The Irish Revolution, 1912–23
The land question had a crucial formative influence on Mayo politics in the decades before the First World War and this book shows the part played by many prominent nationalist figures such as Davitt, O’Brien, Dillon and MacBride in shaping the political landscape in Mayo. It explores how the Irish Parliamentary Party’s very powerful position, built upon a solid local support base during the Land War, was successfully challenged by Sinn Féin after 1916. The impact of the First World War on this shift within local politics and on the position of more marginal groups in Mayo, notably unionists and labour activists, is also assessed. Augusteijn highlights how a small group of republican activists, operating in a few localities, gradually radicalized and became involved in conflict with the authorities, taking with them ever growing sections of Mayo’s population. This explains the strength of the republican counter-state in the county, why force was only used there towards the end of the struggle for independence, and how it came to have one of the leading anti-Treaty forces during the Civil War.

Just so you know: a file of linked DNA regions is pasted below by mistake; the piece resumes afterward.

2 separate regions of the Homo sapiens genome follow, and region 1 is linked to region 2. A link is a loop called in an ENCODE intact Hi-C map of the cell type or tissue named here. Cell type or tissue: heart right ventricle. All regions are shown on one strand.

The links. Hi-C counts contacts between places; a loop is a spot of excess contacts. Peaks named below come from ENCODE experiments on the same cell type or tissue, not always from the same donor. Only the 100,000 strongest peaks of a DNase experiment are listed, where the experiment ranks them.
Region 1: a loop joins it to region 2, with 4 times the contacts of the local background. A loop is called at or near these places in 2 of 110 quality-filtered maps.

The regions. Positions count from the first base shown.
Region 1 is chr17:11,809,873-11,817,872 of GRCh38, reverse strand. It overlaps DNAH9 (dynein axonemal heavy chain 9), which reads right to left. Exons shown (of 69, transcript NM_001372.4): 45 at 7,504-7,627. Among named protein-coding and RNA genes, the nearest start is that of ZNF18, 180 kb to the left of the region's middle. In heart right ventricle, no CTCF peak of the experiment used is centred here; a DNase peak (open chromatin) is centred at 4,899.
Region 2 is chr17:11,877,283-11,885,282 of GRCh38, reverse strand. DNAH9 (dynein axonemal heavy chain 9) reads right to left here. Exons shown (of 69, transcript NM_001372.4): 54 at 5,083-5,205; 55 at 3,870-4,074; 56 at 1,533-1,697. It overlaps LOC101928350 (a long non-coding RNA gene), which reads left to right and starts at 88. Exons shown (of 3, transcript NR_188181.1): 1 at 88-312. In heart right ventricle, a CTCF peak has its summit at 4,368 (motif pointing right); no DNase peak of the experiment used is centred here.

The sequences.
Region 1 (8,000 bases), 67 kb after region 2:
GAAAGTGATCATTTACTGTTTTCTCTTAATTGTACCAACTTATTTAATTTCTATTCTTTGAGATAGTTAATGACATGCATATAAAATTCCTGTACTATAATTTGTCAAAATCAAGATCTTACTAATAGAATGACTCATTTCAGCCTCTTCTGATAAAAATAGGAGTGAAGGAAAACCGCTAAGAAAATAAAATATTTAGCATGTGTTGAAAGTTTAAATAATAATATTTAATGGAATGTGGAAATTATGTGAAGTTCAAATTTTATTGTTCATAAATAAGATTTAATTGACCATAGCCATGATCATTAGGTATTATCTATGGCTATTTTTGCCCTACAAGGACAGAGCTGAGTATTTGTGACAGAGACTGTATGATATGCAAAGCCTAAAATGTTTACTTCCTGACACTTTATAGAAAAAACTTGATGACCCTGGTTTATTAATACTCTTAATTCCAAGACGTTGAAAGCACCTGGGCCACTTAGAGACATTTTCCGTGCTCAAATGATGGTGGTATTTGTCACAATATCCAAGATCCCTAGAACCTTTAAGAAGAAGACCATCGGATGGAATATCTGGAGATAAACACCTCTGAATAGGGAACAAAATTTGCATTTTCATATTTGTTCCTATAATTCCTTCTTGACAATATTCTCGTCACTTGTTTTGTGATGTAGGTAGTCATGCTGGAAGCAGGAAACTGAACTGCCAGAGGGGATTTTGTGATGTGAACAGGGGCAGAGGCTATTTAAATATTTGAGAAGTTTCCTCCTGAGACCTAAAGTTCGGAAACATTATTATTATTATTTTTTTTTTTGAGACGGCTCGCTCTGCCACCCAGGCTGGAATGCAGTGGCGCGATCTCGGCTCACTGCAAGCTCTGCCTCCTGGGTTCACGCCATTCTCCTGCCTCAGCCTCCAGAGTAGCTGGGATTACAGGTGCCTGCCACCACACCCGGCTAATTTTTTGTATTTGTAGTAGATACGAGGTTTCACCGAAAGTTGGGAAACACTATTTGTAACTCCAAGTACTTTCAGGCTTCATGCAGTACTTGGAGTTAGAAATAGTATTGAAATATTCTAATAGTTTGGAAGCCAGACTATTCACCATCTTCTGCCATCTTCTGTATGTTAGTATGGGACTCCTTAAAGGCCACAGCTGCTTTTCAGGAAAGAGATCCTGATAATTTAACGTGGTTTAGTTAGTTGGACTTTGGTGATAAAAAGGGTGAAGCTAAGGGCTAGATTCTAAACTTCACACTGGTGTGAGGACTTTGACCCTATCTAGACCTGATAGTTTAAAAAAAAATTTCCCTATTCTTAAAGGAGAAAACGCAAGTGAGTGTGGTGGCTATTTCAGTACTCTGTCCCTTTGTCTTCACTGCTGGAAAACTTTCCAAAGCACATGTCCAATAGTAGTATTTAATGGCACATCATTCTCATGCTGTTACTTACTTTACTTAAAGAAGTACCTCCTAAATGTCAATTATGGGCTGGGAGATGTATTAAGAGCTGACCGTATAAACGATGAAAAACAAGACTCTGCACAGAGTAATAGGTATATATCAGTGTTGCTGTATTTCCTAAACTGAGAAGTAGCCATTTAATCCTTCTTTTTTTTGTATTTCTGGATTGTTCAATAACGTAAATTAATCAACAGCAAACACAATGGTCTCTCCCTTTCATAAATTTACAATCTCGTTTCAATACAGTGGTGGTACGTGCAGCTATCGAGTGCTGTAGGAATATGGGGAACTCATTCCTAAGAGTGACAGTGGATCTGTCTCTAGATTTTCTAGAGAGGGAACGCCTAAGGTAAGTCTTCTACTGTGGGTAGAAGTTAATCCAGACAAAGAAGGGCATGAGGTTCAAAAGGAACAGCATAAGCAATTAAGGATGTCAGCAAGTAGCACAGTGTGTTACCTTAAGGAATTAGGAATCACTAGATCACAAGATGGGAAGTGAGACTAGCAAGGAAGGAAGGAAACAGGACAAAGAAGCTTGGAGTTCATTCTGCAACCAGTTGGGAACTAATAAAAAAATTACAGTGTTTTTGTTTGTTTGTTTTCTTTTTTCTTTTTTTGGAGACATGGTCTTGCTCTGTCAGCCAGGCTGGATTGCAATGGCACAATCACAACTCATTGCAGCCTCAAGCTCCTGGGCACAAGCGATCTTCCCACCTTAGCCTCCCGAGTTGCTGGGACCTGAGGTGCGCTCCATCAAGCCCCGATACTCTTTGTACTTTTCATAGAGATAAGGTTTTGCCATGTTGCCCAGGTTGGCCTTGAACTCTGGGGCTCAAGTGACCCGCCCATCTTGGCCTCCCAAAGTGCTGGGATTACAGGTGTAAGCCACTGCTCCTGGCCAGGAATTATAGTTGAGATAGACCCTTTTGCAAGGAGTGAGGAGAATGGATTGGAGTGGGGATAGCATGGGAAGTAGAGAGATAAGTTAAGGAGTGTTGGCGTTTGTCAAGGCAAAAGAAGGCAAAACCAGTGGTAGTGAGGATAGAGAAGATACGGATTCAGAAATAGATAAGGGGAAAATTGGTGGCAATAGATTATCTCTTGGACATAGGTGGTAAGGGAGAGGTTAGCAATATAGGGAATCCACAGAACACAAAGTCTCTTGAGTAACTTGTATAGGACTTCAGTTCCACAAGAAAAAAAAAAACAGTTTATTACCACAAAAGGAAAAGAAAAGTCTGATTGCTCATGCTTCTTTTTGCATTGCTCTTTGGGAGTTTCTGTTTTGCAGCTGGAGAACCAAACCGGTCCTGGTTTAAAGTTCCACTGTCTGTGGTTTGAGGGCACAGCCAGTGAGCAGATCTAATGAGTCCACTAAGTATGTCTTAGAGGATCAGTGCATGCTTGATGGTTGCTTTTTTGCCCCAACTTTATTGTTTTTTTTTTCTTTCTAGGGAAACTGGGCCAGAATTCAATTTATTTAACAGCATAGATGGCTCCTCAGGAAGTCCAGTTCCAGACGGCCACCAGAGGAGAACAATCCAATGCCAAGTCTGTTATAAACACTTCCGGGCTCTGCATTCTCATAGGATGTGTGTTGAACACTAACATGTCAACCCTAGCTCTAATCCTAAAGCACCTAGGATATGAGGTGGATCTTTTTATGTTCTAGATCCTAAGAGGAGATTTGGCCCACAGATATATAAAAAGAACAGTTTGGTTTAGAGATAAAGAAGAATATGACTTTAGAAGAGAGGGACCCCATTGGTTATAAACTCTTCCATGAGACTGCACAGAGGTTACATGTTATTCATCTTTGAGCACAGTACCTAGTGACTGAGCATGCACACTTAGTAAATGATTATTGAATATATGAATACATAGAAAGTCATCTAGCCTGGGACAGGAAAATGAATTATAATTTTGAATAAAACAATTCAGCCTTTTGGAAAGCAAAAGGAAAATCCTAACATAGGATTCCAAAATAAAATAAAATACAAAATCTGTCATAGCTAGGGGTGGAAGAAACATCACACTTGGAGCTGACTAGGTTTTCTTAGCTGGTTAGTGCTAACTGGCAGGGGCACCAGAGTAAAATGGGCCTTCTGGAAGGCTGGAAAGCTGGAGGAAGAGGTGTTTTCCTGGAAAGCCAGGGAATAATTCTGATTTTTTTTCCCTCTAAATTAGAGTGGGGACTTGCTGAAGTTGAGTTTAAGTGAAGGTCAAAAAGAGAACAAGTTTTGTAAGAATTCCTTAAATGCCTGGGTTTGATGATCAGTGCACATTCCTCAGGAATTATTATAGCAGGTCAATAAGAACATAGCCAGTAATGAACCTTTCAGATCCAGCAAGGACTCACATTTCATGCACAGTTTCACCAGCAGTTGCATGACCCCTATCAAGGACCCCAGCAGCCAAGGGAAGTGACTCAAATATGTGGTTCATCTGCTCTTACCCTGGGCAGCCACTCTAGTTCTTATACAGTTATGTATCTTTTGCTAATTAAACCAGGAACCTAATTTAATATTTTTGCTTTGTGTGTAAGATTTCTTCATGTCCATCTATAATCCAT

Joost Augusteijn, a senior lecturer at Leiden University, has published extensively on the Irish Revolution.